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Reading 2021
Book 107: Three Girls from Bronzeville: A Uniquely American Memoir of Race, Fate, and Sisterhood by Dawn Turner

Thank you to Netgalley for a copy of this book in exchange for my feedback. Saw this book recommend in Real Simple Magazine. 

3 Girls is a memoir of growing up in the Bronzeville section of Chicago in the 70s and 80s. The girls are the author, her younger sister Kim, and her best friend Debra. Life was not easy but was fun in their early years. As the girls got older, they each took separate paths through life. The paths were all riddled with difficulties and for each woman their own struggles. 

Bronzeville is a difficult book to “review”. This is someone’s story and journey through life told as they remember it. I was engaged in the story of Dawn, Kim, and Debra throughout. The author pulls no punches and tells it like it is without watering down anything. The writing was good, and the flow of the book was engaging. The relationships throughout are really what was at the heart of this memoir. I recommend reading this one, rating 4 stars. If you are a book crier, bring the tissues.
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I really enjoyed Turner’s memoir. It’s a story of her life, but also her sister’s and best friend’s. Three girls who were reared in the same community, but who had three vastly different lives. It’s also a story about another trio of women: the author’s mother, aunt, and grandmother. I enjoyed reading about their lives as well. Strength ran in Turner’s family as many situations  required much of it. The most powerful message the book has is the support of family and sister bonds, blood or not.
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SHELF AWARENESS PRO, AUG 13: Three Girls from Bronzeville: A Uniquely American Memoir of Race, Fate, and Sisterhood by Dawn Turner (Simon & Schuster, $26.99 hardcover, 336p., 9781982107703, September 7, 2021)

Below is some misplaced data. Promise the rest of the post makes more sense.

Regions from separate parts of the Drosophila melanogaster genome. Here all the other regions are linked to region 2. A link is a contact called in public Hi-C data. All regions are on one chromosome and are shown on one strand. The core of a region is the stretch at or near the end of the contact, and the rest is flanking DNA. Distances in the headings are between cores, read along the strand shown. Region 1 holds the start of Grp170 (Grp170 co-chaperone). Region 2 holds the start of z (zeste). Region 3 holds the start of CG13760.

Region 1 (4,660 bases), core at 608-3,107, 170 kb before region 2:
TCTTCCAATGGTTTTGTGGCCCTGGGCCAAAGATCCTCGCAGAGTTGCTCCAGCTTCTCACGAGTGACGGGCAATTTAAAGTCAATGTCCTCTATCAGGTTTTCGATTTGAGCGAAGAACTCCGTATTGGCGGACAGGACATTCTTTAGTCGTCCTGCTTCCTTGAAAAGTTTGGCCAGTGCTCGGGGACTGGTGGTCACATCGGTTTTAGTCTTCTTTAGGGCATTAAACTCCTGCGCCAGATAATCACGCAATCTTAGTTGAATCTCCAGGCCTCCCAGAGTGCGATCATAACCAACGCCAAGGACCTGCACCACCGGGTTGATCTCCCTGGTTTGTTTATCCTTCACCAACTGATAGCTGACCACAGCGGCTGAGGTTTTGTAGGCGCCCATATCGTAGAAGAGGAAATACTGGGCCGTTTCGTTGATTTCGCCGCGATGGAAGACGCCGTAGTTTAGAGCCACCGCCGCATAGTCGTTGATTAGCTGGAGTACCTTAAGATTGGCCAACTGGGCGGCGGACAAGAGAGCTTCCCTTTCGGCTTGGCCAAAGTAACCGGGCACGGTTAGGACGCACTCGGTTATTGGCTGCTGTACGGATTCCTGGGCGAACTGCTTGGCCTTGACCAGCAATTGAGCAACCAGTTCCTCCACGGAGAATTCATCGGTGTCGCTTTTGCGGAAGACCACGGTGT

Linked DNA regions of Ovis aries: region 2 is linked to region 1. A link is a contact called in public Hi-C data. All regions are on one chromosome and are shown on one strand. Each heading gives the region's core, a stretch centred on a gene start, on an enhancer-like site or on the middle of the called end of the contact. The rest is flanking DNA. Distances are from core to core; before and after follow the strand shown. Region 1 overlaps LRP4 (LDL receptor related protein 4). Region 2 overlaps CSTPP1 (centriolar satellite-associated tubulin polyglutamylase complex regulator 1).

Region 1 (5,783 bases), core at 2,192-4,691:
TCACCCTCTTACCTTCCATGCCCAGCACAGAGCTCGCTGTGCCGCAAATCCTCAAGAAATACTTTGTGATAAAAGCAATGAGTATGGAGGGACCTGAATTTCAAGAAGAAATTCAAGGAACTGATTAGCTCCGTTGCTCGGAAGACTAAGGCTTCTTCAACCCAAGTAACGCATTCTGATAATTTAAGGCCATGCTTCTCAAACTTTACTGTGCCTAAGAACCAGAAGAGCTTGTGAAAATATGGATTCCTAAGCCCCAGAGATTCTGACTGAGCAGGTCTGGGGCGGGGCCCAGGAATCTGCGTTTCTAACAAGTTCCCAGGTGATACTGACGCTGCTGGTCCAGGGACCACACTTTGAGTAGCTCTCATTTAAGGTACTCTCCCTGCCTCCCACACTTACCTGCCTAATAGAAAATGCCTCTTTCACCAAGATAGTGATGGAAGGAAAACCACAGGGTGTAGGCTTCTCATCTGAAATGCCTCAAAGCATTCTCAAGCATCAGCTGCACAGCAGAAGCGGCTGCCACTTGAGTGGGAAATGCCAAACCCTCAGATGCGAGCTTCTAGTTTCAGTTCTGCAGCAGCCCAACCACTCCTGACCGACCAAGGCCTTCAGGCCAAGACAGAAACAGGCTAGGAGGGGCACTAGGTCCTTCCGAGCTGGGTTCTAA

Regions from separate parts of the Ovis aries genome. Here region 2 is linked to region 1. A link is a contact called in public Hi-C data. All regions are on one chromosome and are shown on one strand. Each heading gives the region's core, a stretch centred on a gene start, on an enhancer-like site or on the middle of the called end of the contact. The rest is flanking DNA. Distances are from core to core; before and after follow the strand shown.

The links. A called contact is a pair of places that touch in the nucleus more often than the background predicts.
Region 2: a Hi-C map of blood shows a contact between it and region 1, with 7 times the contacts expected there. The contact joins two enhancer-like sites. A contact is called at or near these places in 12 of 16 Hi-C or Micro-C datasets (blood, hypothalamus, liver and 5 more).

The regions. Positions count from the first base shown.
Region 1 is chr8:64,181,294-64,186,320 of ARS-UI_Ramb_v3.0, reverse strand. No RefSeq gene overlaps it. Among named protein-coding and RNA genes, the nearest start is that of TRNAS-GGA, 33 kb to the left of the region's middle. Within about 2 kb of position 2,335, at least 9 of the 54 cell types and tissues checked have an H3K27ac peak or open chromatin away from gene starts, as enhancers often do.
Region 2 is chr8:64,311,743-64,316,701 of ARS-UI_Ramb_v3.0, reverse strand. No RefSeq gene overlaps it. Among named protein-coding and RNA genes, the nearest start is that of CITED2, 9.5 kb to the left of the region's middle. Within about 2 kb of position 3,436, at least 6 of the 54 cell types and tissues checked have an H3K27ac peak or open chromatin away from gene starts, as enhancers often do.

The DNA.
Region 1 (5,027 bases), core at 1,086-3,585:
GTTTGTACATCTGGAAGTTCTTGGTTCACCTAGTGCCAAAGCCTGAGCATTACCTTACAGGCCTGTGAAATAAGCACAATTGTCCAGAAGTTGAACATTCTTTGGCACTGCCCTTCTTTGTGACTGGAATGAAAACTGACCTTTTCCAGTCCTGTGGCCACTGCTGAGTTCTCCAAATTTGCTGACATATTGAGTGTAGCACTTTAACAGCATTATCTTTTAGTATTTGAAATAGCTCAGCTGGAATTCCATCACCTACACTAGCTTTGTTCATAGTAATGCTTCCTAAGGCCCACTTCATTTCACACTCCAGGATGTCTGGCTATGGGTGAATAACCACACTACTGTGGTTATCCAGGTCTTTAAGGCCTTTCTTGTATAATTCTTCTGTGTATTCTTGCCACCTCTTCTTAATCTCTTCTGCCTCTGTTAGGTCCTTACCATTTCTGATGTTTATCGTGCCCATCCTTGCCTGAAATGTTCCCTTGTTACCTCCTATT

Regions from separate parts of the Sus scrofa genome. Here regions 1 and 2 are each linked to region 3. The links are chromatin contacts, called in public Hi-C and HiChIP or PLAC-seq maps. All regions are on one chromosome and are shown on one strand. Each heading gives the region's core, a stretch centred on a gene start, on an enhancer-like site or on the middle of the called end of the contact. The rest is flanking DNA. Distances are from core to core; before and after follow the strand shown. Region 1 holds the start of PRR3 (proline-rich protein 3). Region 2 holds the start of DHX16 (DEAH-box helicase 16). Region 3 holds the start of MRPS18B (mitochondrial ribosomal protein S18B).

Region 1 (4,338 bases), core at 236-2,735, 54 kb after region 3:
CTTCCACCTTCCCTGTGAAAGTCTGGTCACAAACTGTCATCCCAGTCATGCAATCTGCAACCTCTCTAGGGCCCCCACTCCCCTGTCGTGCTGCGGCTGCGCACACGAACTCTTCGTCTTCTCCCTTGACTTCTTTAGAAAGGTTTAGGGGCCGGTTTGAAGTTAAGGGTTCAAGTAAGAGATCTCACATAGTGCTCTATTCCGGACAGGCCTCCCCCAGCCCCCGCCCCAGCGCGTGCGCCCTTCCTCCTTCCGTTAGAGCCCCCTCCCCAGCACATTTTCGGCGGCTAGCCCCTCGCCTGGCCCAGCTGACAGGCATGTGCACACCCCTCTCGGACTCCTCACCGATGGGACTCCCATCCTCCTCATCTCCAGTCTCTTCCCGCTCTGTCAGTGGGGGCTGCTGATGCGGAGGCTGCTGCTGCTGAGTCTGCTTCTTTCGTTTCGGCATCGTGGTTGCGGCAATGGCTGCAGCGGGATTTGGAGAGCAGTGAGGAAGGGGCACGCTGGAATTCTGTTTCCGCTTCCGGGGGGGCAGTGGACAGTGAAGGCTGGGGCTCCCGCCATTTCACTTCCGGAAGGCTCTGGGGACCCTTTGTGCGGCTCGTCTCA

Journalist and novelist Dawn Turner (Only Twice I've Wished for Heaven; An Eighth of August) has spent her career writing about the intersections of politics, race and class in Chicago and across the United States, including coverage of Barack Obama's 2008 campaign. In Three Girls from Bronzeville: A Uniquely American Memoir of Race, Fate, and Sisterhood, those same connections become the lens through which Turner explores her own childhood memories, as well as those of her sister and childhood best friend, whose lives started so similarly and diverged in remarkable and heartbreaking ways over the decades.

"To understand Debra, Kim and me--to understand what will happen to us," writes Turner in the introduction, "you have to know the place that has begun to shape us." That place is Bronzeville, a historic Chicago community known as the "cradle of the city's Great Migration, the epicenter of Black business and culture." This three-square-mile community is the setting of Turner's story--and life--as the neighborhood is increasingly affected by systemic disinvestment, racially motivated policing and the opioid epidemic. Against that backdrop, Turner recalls growing up with her younger sister, Kim, and best friend, Debra, doing the things kids do: sneaking notes in classes, making up adventures in the neighborhood, trying to do right by their parents. Somewhere along the way, though, their three paths diverged: Turner, heading to college and marriage and a successful career; Kim, struggling with alcoholism and dead of a heart attack at far too young an age; and Debra, caught in the throes of addiction and sent to jail for murder.